Tag Archives: Lionel Ritchie

Rocks In The Attic #723: Billy T. James – ‘Billy T. Live At ‘Pips’’ (1985)

RITA#723Billy T. James is one of the original national treasures of New Zealand, a club comedian from the cabaret circuit who became a household name for his long-running TV sketch comedy.

This live LP from 1985 finds him in fine form. Recorded at ‘Pips’ in Whangarei and backed by a live band, his act shows how much of an all-round entertainer he is. Opening with a performance of Lionel Ritchie’s Running With The Night, the audience seem reserved at first before he starts to win them over with his stand-up.

Being half-Maori and half-Scottish (“I’m half Maori and half Scots. Half of me wants to go to the pub and get pissed, and the other half doesn’t want to pay for it”) most of his material revolves around being from a racial minority, and all other minorities – Chinese, Japanese, gays (“poofs”), immigrants – are fair game. Different times, and all that.

I first laughed out loud at a routine in which he did an note-perfect impression of Bunny Wailer singing She’s A Lady for a TV commercial, with the lyrics changed to:

Well she’s all you’d ever want / She’s the kind they’d like to flaunt and take to dinner / She’s got style, she’s got grace / She’s got herpes on her face…

In 1988, Billy T. suffered a heart attack and underwent a quadruple bypass, followed by one of the first heart transplants in New Zealand. While the operation was initially a success – leading to a return to the stage in 1990 – his health deteriorated and died from heart failure in 1991.

Since arriving in New Zealand over ten years ago, I’ve found much of the art and culture here is a watered-down version of what I knew from the UK (and in some cases, the USA). Billy T. is a different prospect though – he’s naturally funny, and the equal of the great British comedians of the 1970s and 1980s.

Hit: Running With The Night

Hidden Gem: The Band

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Rocks In The Attic #518: Beastie Boys – ‘Paul’s Boutique’ (1989)

RITA#518aIt’s been a long time coming but I finally have some Beastie Boys in my record collection.

Like most musos, I was shocked to wake up one morning in May 2012 to find out that Adam “MCA” Yauch had died. It’s always a blow when someone so young (47) dies when you’re not expecting them to. With MCA it probably felt like he was even younger, just because the Beasties are eternally stuck in their youth. That morning I reached for my copy of Licensed To Ill before I realised I didn’t have any Beasties on vinyl. Bummer.

I’ve righted that wrong now, with this lovely repress of the Beasties’ second album. As much a Dust Brothers album as a Beastie Boys album, it’s chock-full of samples – about a quarter of a million dollars’ worth in clearing rights. Any album that lifts samples from five Beatles songs (The End, Sgt. Pepper’s Lonely Hearts Club Band, Sgt. Pepper’s Lonely Hearts Club Band (Reprise), When I’m Sixty Four and Back In The U.S.S.R.) on one song (The Sound Of Science) is worth checking out.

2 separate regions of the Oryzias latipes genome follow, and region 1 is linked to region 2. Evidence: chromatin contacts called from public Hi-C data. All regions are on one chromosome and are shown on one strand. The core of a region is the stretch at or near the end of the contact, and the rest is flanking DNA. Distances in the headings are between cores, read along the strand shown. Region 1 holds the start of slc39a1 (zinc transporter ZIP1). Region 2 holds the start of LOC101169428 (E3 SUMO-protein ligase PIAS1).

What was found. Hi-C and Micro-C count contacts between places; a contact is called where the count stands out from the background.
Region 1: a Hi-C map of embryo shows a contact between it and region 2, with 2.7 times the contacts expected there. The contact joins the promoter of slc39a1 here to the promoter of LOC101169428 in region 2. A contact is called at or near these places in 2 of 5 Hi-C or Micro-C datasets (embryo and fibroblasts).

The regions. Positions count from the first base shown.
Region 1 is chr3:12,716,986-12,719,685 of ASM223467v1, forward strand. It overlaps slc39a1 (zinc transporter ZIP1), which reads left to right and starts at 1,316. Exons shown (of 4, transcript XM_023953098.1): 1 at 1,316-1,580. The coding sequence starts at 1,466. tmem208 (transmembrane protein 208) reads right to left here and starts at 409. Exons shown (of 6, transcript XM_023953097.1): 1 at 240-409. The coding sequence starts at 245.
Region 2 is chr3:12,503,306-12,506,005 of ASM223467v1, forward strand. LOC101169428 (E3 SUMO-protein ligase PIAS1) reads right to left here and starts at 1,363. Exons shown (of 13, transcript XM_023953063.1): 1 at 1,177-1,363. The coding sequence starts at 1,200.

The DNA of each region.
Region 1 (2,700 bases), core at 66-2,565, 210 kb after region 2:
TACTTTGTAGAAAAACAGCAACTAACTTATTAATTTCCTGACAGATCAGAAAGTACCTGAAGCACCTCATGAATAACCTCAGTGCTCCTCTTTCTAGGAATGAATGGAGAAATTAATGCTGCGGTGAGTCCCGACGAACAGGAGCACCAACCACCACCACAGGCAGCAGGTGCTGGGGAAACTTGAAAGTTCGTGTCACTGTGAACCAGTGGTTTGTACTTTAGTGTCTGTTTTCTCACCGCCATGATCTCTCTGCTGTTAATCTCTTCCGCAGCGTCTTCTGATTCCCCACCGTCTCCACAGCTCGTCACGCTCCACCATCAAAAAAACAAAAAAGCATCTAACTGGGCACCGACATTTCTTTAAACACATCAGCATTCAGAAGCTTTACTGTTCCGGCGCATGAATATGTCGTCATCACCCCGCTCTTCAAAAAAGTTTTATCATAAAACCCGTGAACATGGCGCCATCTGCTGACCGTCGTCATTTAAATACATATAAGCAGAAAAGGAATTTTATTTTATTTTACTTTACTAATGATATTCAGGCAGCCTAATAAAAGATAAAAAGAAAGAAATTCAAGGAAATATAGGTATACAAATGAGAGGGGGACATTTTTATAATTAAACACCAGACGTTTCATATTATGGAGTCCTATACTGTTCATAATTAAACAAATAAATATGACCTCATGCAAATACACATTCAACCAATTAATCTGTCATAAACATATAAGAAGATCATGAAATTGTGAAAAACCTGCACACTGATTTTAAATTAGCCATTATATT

The Dust Brothers’ use of sampling is not overbearing either. On Hey Ladies, they use a tiny snippet of The Commodores’ Machine Gun, but not the main hook of the song. Instead they just take a short vamp from the outro of the song, to use as a groove to drive Hey Ladies along. Lionel Ritchie’s former band never sounded so cool.

On breaking the shrinkwrap on this record, I was amazed to find that it has a four-panel gatefold sleeve, to showcase a panoramic version of the album’s cover photo. A wonderful surprise.

Hit: Hey Ladies

Hidden Gem: Shake Your Rump

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Rocks In The Attic #415: The Commodores – ‘Machine Gun’ (1974)

RITA#415It’s a shame the Commodores are in black and white on the cover of this. I suspect they’re wearing the same colour skivvies as the Wiggles. Wake up Lionel!

Machine Gun has to be one of my favourite R&B songs – second only to Pick Up The Pieces by the Average White Band. This is the sort of music I was turning to just after I left my DJing gig in the early 2000s. I walked out on that gig after the bar manager asked me to play more Limp Bizkit – I think history deems me the righteous winner in that exchange.

I prefer an alternate timeline, one where Lionel Ritchie doesn’t go solo, one where he stays in the Commodores and they churn out dirty R&B stompers like Brick House and Machine Gun year after year after year. How fabulous. And no Hello or Dancing On The Ceiling

Hit: Machine Gun

Hidden Gem: The Assembly Line